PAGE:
As California enters year four of what scientists are calling the worst
statewide drought in over 1,000 years, water regulators call for harsh,
unprecedented cutbacks that have homeowners and businesses bristling.
As water levels continue to dwindle in lakes and reservoirs across the
state of California, officials have been issuing tighter and tighter
restrictions on how much water citizens can use. According to Governor Jerry Brown, voluntary water
conservation just wasn’t working. He has said that “California citizens don’t
understand just how dire the situation has become.”
The state’s snowpack, an area in Northern California that typically
provides about one third of the state’s fresh water, is all but gone. And
despite the official declaration of a “drought emergency” in 2013, the state
has only managed to reduce water usage by 9% since last summer.
Last Tuesday came the approval of a new set of water conservation rules
by the State Water Resources Control Board. The panel voted 5-0 to approve
cutbacks that encourage CA residents to let their lawns die rather than use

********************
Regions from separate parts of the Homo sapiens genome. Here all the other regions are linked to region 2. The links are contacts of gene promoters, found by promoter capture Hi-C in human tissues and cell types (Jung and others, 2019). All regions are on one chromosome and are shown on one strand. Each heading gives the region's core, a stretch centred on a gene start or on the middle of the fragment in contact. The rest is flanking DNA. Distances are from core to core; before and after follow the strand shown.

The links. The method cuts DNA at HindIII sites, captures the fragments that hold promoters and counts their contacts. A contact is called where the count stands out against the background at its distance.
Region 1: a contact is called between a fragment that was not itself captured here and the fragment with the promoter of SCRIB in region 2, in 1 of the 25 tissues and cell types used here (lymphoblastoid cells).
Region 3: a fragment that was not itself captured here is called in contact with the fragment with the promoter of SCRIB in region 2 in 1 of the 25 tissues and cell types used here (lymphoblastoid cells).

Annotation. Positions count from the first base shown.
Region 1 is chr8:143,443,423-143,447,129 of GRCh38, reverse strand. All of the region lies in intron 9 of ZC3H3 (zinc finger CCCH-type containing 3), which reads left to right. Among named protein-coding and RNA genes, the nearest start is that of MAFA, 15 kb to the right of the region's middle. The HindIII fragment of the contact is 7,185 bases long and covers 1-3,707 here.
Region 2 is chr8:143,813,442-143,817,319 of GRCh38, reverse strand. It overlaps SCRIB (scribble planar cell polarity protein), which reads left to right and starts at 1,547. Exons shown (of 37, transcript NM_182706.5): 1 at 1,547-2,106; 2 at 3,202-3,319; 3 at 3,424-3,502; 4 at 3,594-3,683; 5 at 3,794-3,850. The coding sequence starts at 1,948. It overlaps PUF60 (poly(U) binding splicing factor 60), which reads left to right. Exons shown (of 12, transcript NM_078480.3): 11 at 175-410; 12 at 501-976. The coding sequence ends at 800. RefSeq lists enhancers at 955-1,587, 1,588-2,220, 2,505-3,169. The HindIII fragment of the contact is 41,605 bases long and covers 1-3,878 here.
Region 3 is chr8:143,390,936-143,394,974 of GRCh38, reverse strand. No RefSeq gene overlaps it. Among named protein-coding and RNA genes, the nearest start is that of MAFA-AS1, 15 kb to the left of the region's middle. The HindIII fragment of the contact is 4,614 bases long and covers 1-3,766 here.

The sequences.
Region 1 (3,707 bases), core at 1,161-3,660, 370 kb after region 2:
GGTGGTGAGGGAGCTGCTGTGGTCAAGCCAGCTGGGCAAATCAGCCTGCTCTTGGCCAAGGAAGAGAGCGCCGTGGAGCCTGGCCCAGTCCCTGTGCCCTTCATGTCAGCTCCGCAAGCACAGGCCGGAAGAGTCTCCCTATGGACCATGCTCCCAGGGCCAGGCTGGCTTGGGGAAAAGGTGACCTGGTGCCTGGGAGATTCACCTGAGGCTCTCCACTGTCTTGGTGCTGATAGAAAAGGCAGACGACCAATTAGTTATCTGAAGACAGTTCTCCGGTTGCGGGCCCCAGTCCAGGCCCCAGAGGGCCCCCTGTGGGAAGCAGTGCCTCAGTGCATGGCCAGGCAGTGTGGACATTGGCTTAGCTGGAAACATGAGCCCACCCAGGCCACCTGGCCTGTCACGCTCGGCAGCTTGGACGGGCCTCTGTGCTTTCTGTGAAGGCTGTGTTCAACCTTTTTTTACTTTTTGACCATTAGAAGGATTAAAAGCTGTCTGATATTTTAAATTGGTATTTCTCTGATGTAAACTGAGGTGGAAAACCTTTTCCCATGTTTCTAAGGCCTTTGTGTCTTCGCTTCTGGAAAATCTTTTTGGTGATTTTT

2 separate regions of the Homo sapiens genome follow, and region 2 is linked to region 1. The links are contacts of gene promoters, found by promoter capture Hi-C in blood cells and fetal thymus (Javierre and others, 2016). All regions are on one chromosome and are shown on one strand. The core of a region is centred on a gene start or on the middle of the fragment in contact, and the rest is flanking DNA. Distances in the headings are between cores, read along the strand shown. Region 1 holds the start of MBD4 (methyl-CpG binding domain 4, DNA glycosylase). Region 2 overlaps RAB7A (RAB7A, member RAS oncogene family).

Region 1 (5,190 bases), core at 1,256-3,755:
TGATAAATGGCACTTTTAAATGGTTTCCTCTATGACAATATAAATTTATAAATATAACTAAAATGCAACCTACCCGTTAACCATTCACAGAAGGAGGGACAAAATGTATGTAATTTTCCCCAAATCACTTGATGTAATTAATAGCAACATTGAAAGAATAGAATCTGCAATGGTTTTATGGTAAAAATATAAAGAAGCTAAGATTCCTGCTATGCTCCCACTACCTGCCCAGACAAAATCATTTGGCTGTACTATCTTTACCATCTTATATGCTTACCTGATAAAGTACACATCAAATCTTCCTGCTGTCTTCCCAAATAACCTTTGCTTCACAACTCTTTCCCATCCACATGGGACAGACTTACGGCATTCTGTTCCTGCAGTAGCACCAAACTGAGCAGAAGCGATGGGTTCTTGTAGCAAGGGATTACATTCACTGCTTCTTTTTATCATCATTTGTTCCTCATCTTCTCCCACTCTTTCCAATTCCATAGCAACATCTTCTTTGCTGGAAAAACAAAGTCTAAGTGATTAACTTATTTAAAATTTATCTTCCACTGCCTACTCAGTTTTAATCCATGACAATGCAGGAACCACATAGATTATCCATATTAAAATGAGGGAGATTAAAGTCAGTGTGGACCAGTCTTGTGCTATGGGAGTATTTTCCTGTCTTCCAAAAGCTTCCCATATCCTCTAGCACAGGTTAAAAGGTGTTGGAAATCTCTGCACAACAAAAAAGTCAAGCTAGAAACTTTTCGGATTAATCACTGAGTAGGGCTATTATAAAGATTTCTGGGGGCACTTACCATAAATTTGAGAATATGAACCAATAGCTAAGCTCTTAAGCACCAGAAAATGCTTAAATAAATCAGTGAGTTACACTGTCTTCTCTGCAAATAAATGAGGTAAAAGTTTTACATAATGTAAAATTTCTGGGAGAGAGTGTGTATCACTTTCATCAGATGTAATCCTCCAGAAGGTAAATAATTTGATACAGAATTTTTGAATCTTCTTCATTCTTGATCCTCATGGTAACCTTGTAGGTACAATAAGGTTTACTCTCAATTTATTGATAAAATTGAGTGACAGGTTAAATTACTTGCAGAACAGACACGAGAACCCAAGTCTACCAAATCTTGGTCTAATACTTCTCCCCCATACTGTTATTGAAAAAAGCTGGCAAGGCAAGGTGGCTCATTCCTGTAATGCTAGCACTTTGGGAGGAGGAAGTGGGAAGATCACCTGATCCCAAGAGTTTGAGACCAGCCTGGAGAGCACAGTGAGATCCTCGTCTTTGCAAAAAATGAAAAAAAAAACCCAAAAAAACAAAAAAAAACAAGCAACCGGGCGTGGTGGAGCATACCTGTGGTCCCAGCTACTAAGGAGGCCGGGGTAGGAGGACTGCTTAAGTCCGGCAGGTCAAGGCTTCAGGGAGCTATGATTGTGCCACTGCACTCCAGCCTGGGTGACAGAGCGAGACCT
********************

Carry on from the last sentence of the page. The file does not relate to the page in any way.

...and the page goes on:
water that must be saved. Rules also apply to public property, where watering
is severely limited.
According to the targets approved last Tuesday, CA
cities must reduce water usage by nearly 35% compared to 2013. Several water
departments argue that such a dramatic change will not only drive water bills
through the roof, but will also cause a decline in property value. Estimates
show that water departments could lose as much as $1 billion if they follow the new cutbacks.
The drought is particularly hard on California’s farmers, who are no
longer allowed to divert nearby rivers to water their crops. Water
deliveries from reservoir systems to farms have also been cut.Meanwhile, San Diego is especially annoyed with the cutbacks considering the city has spent over $3 billion in preparation for extended dry spells.
Officials expect a dramatic reduction in water usage by the month of
June and plan to penalize any person or business failing to meet the new targets, but the jury is still out on what the penalty will be.
Governor Brown has made it clear that he is willing to support legislation that
will boost fines to $10,000.
The main issue here is that the Water Board doesn’t have the staff to police water usage and water agencies lack the staff to issue tickets. Other agencies have flatly refused to obey the new cutbacks. A ten-hour hearing was held a few days ago in which the public cried out for more realistic targets, but the Water Board refused to budge.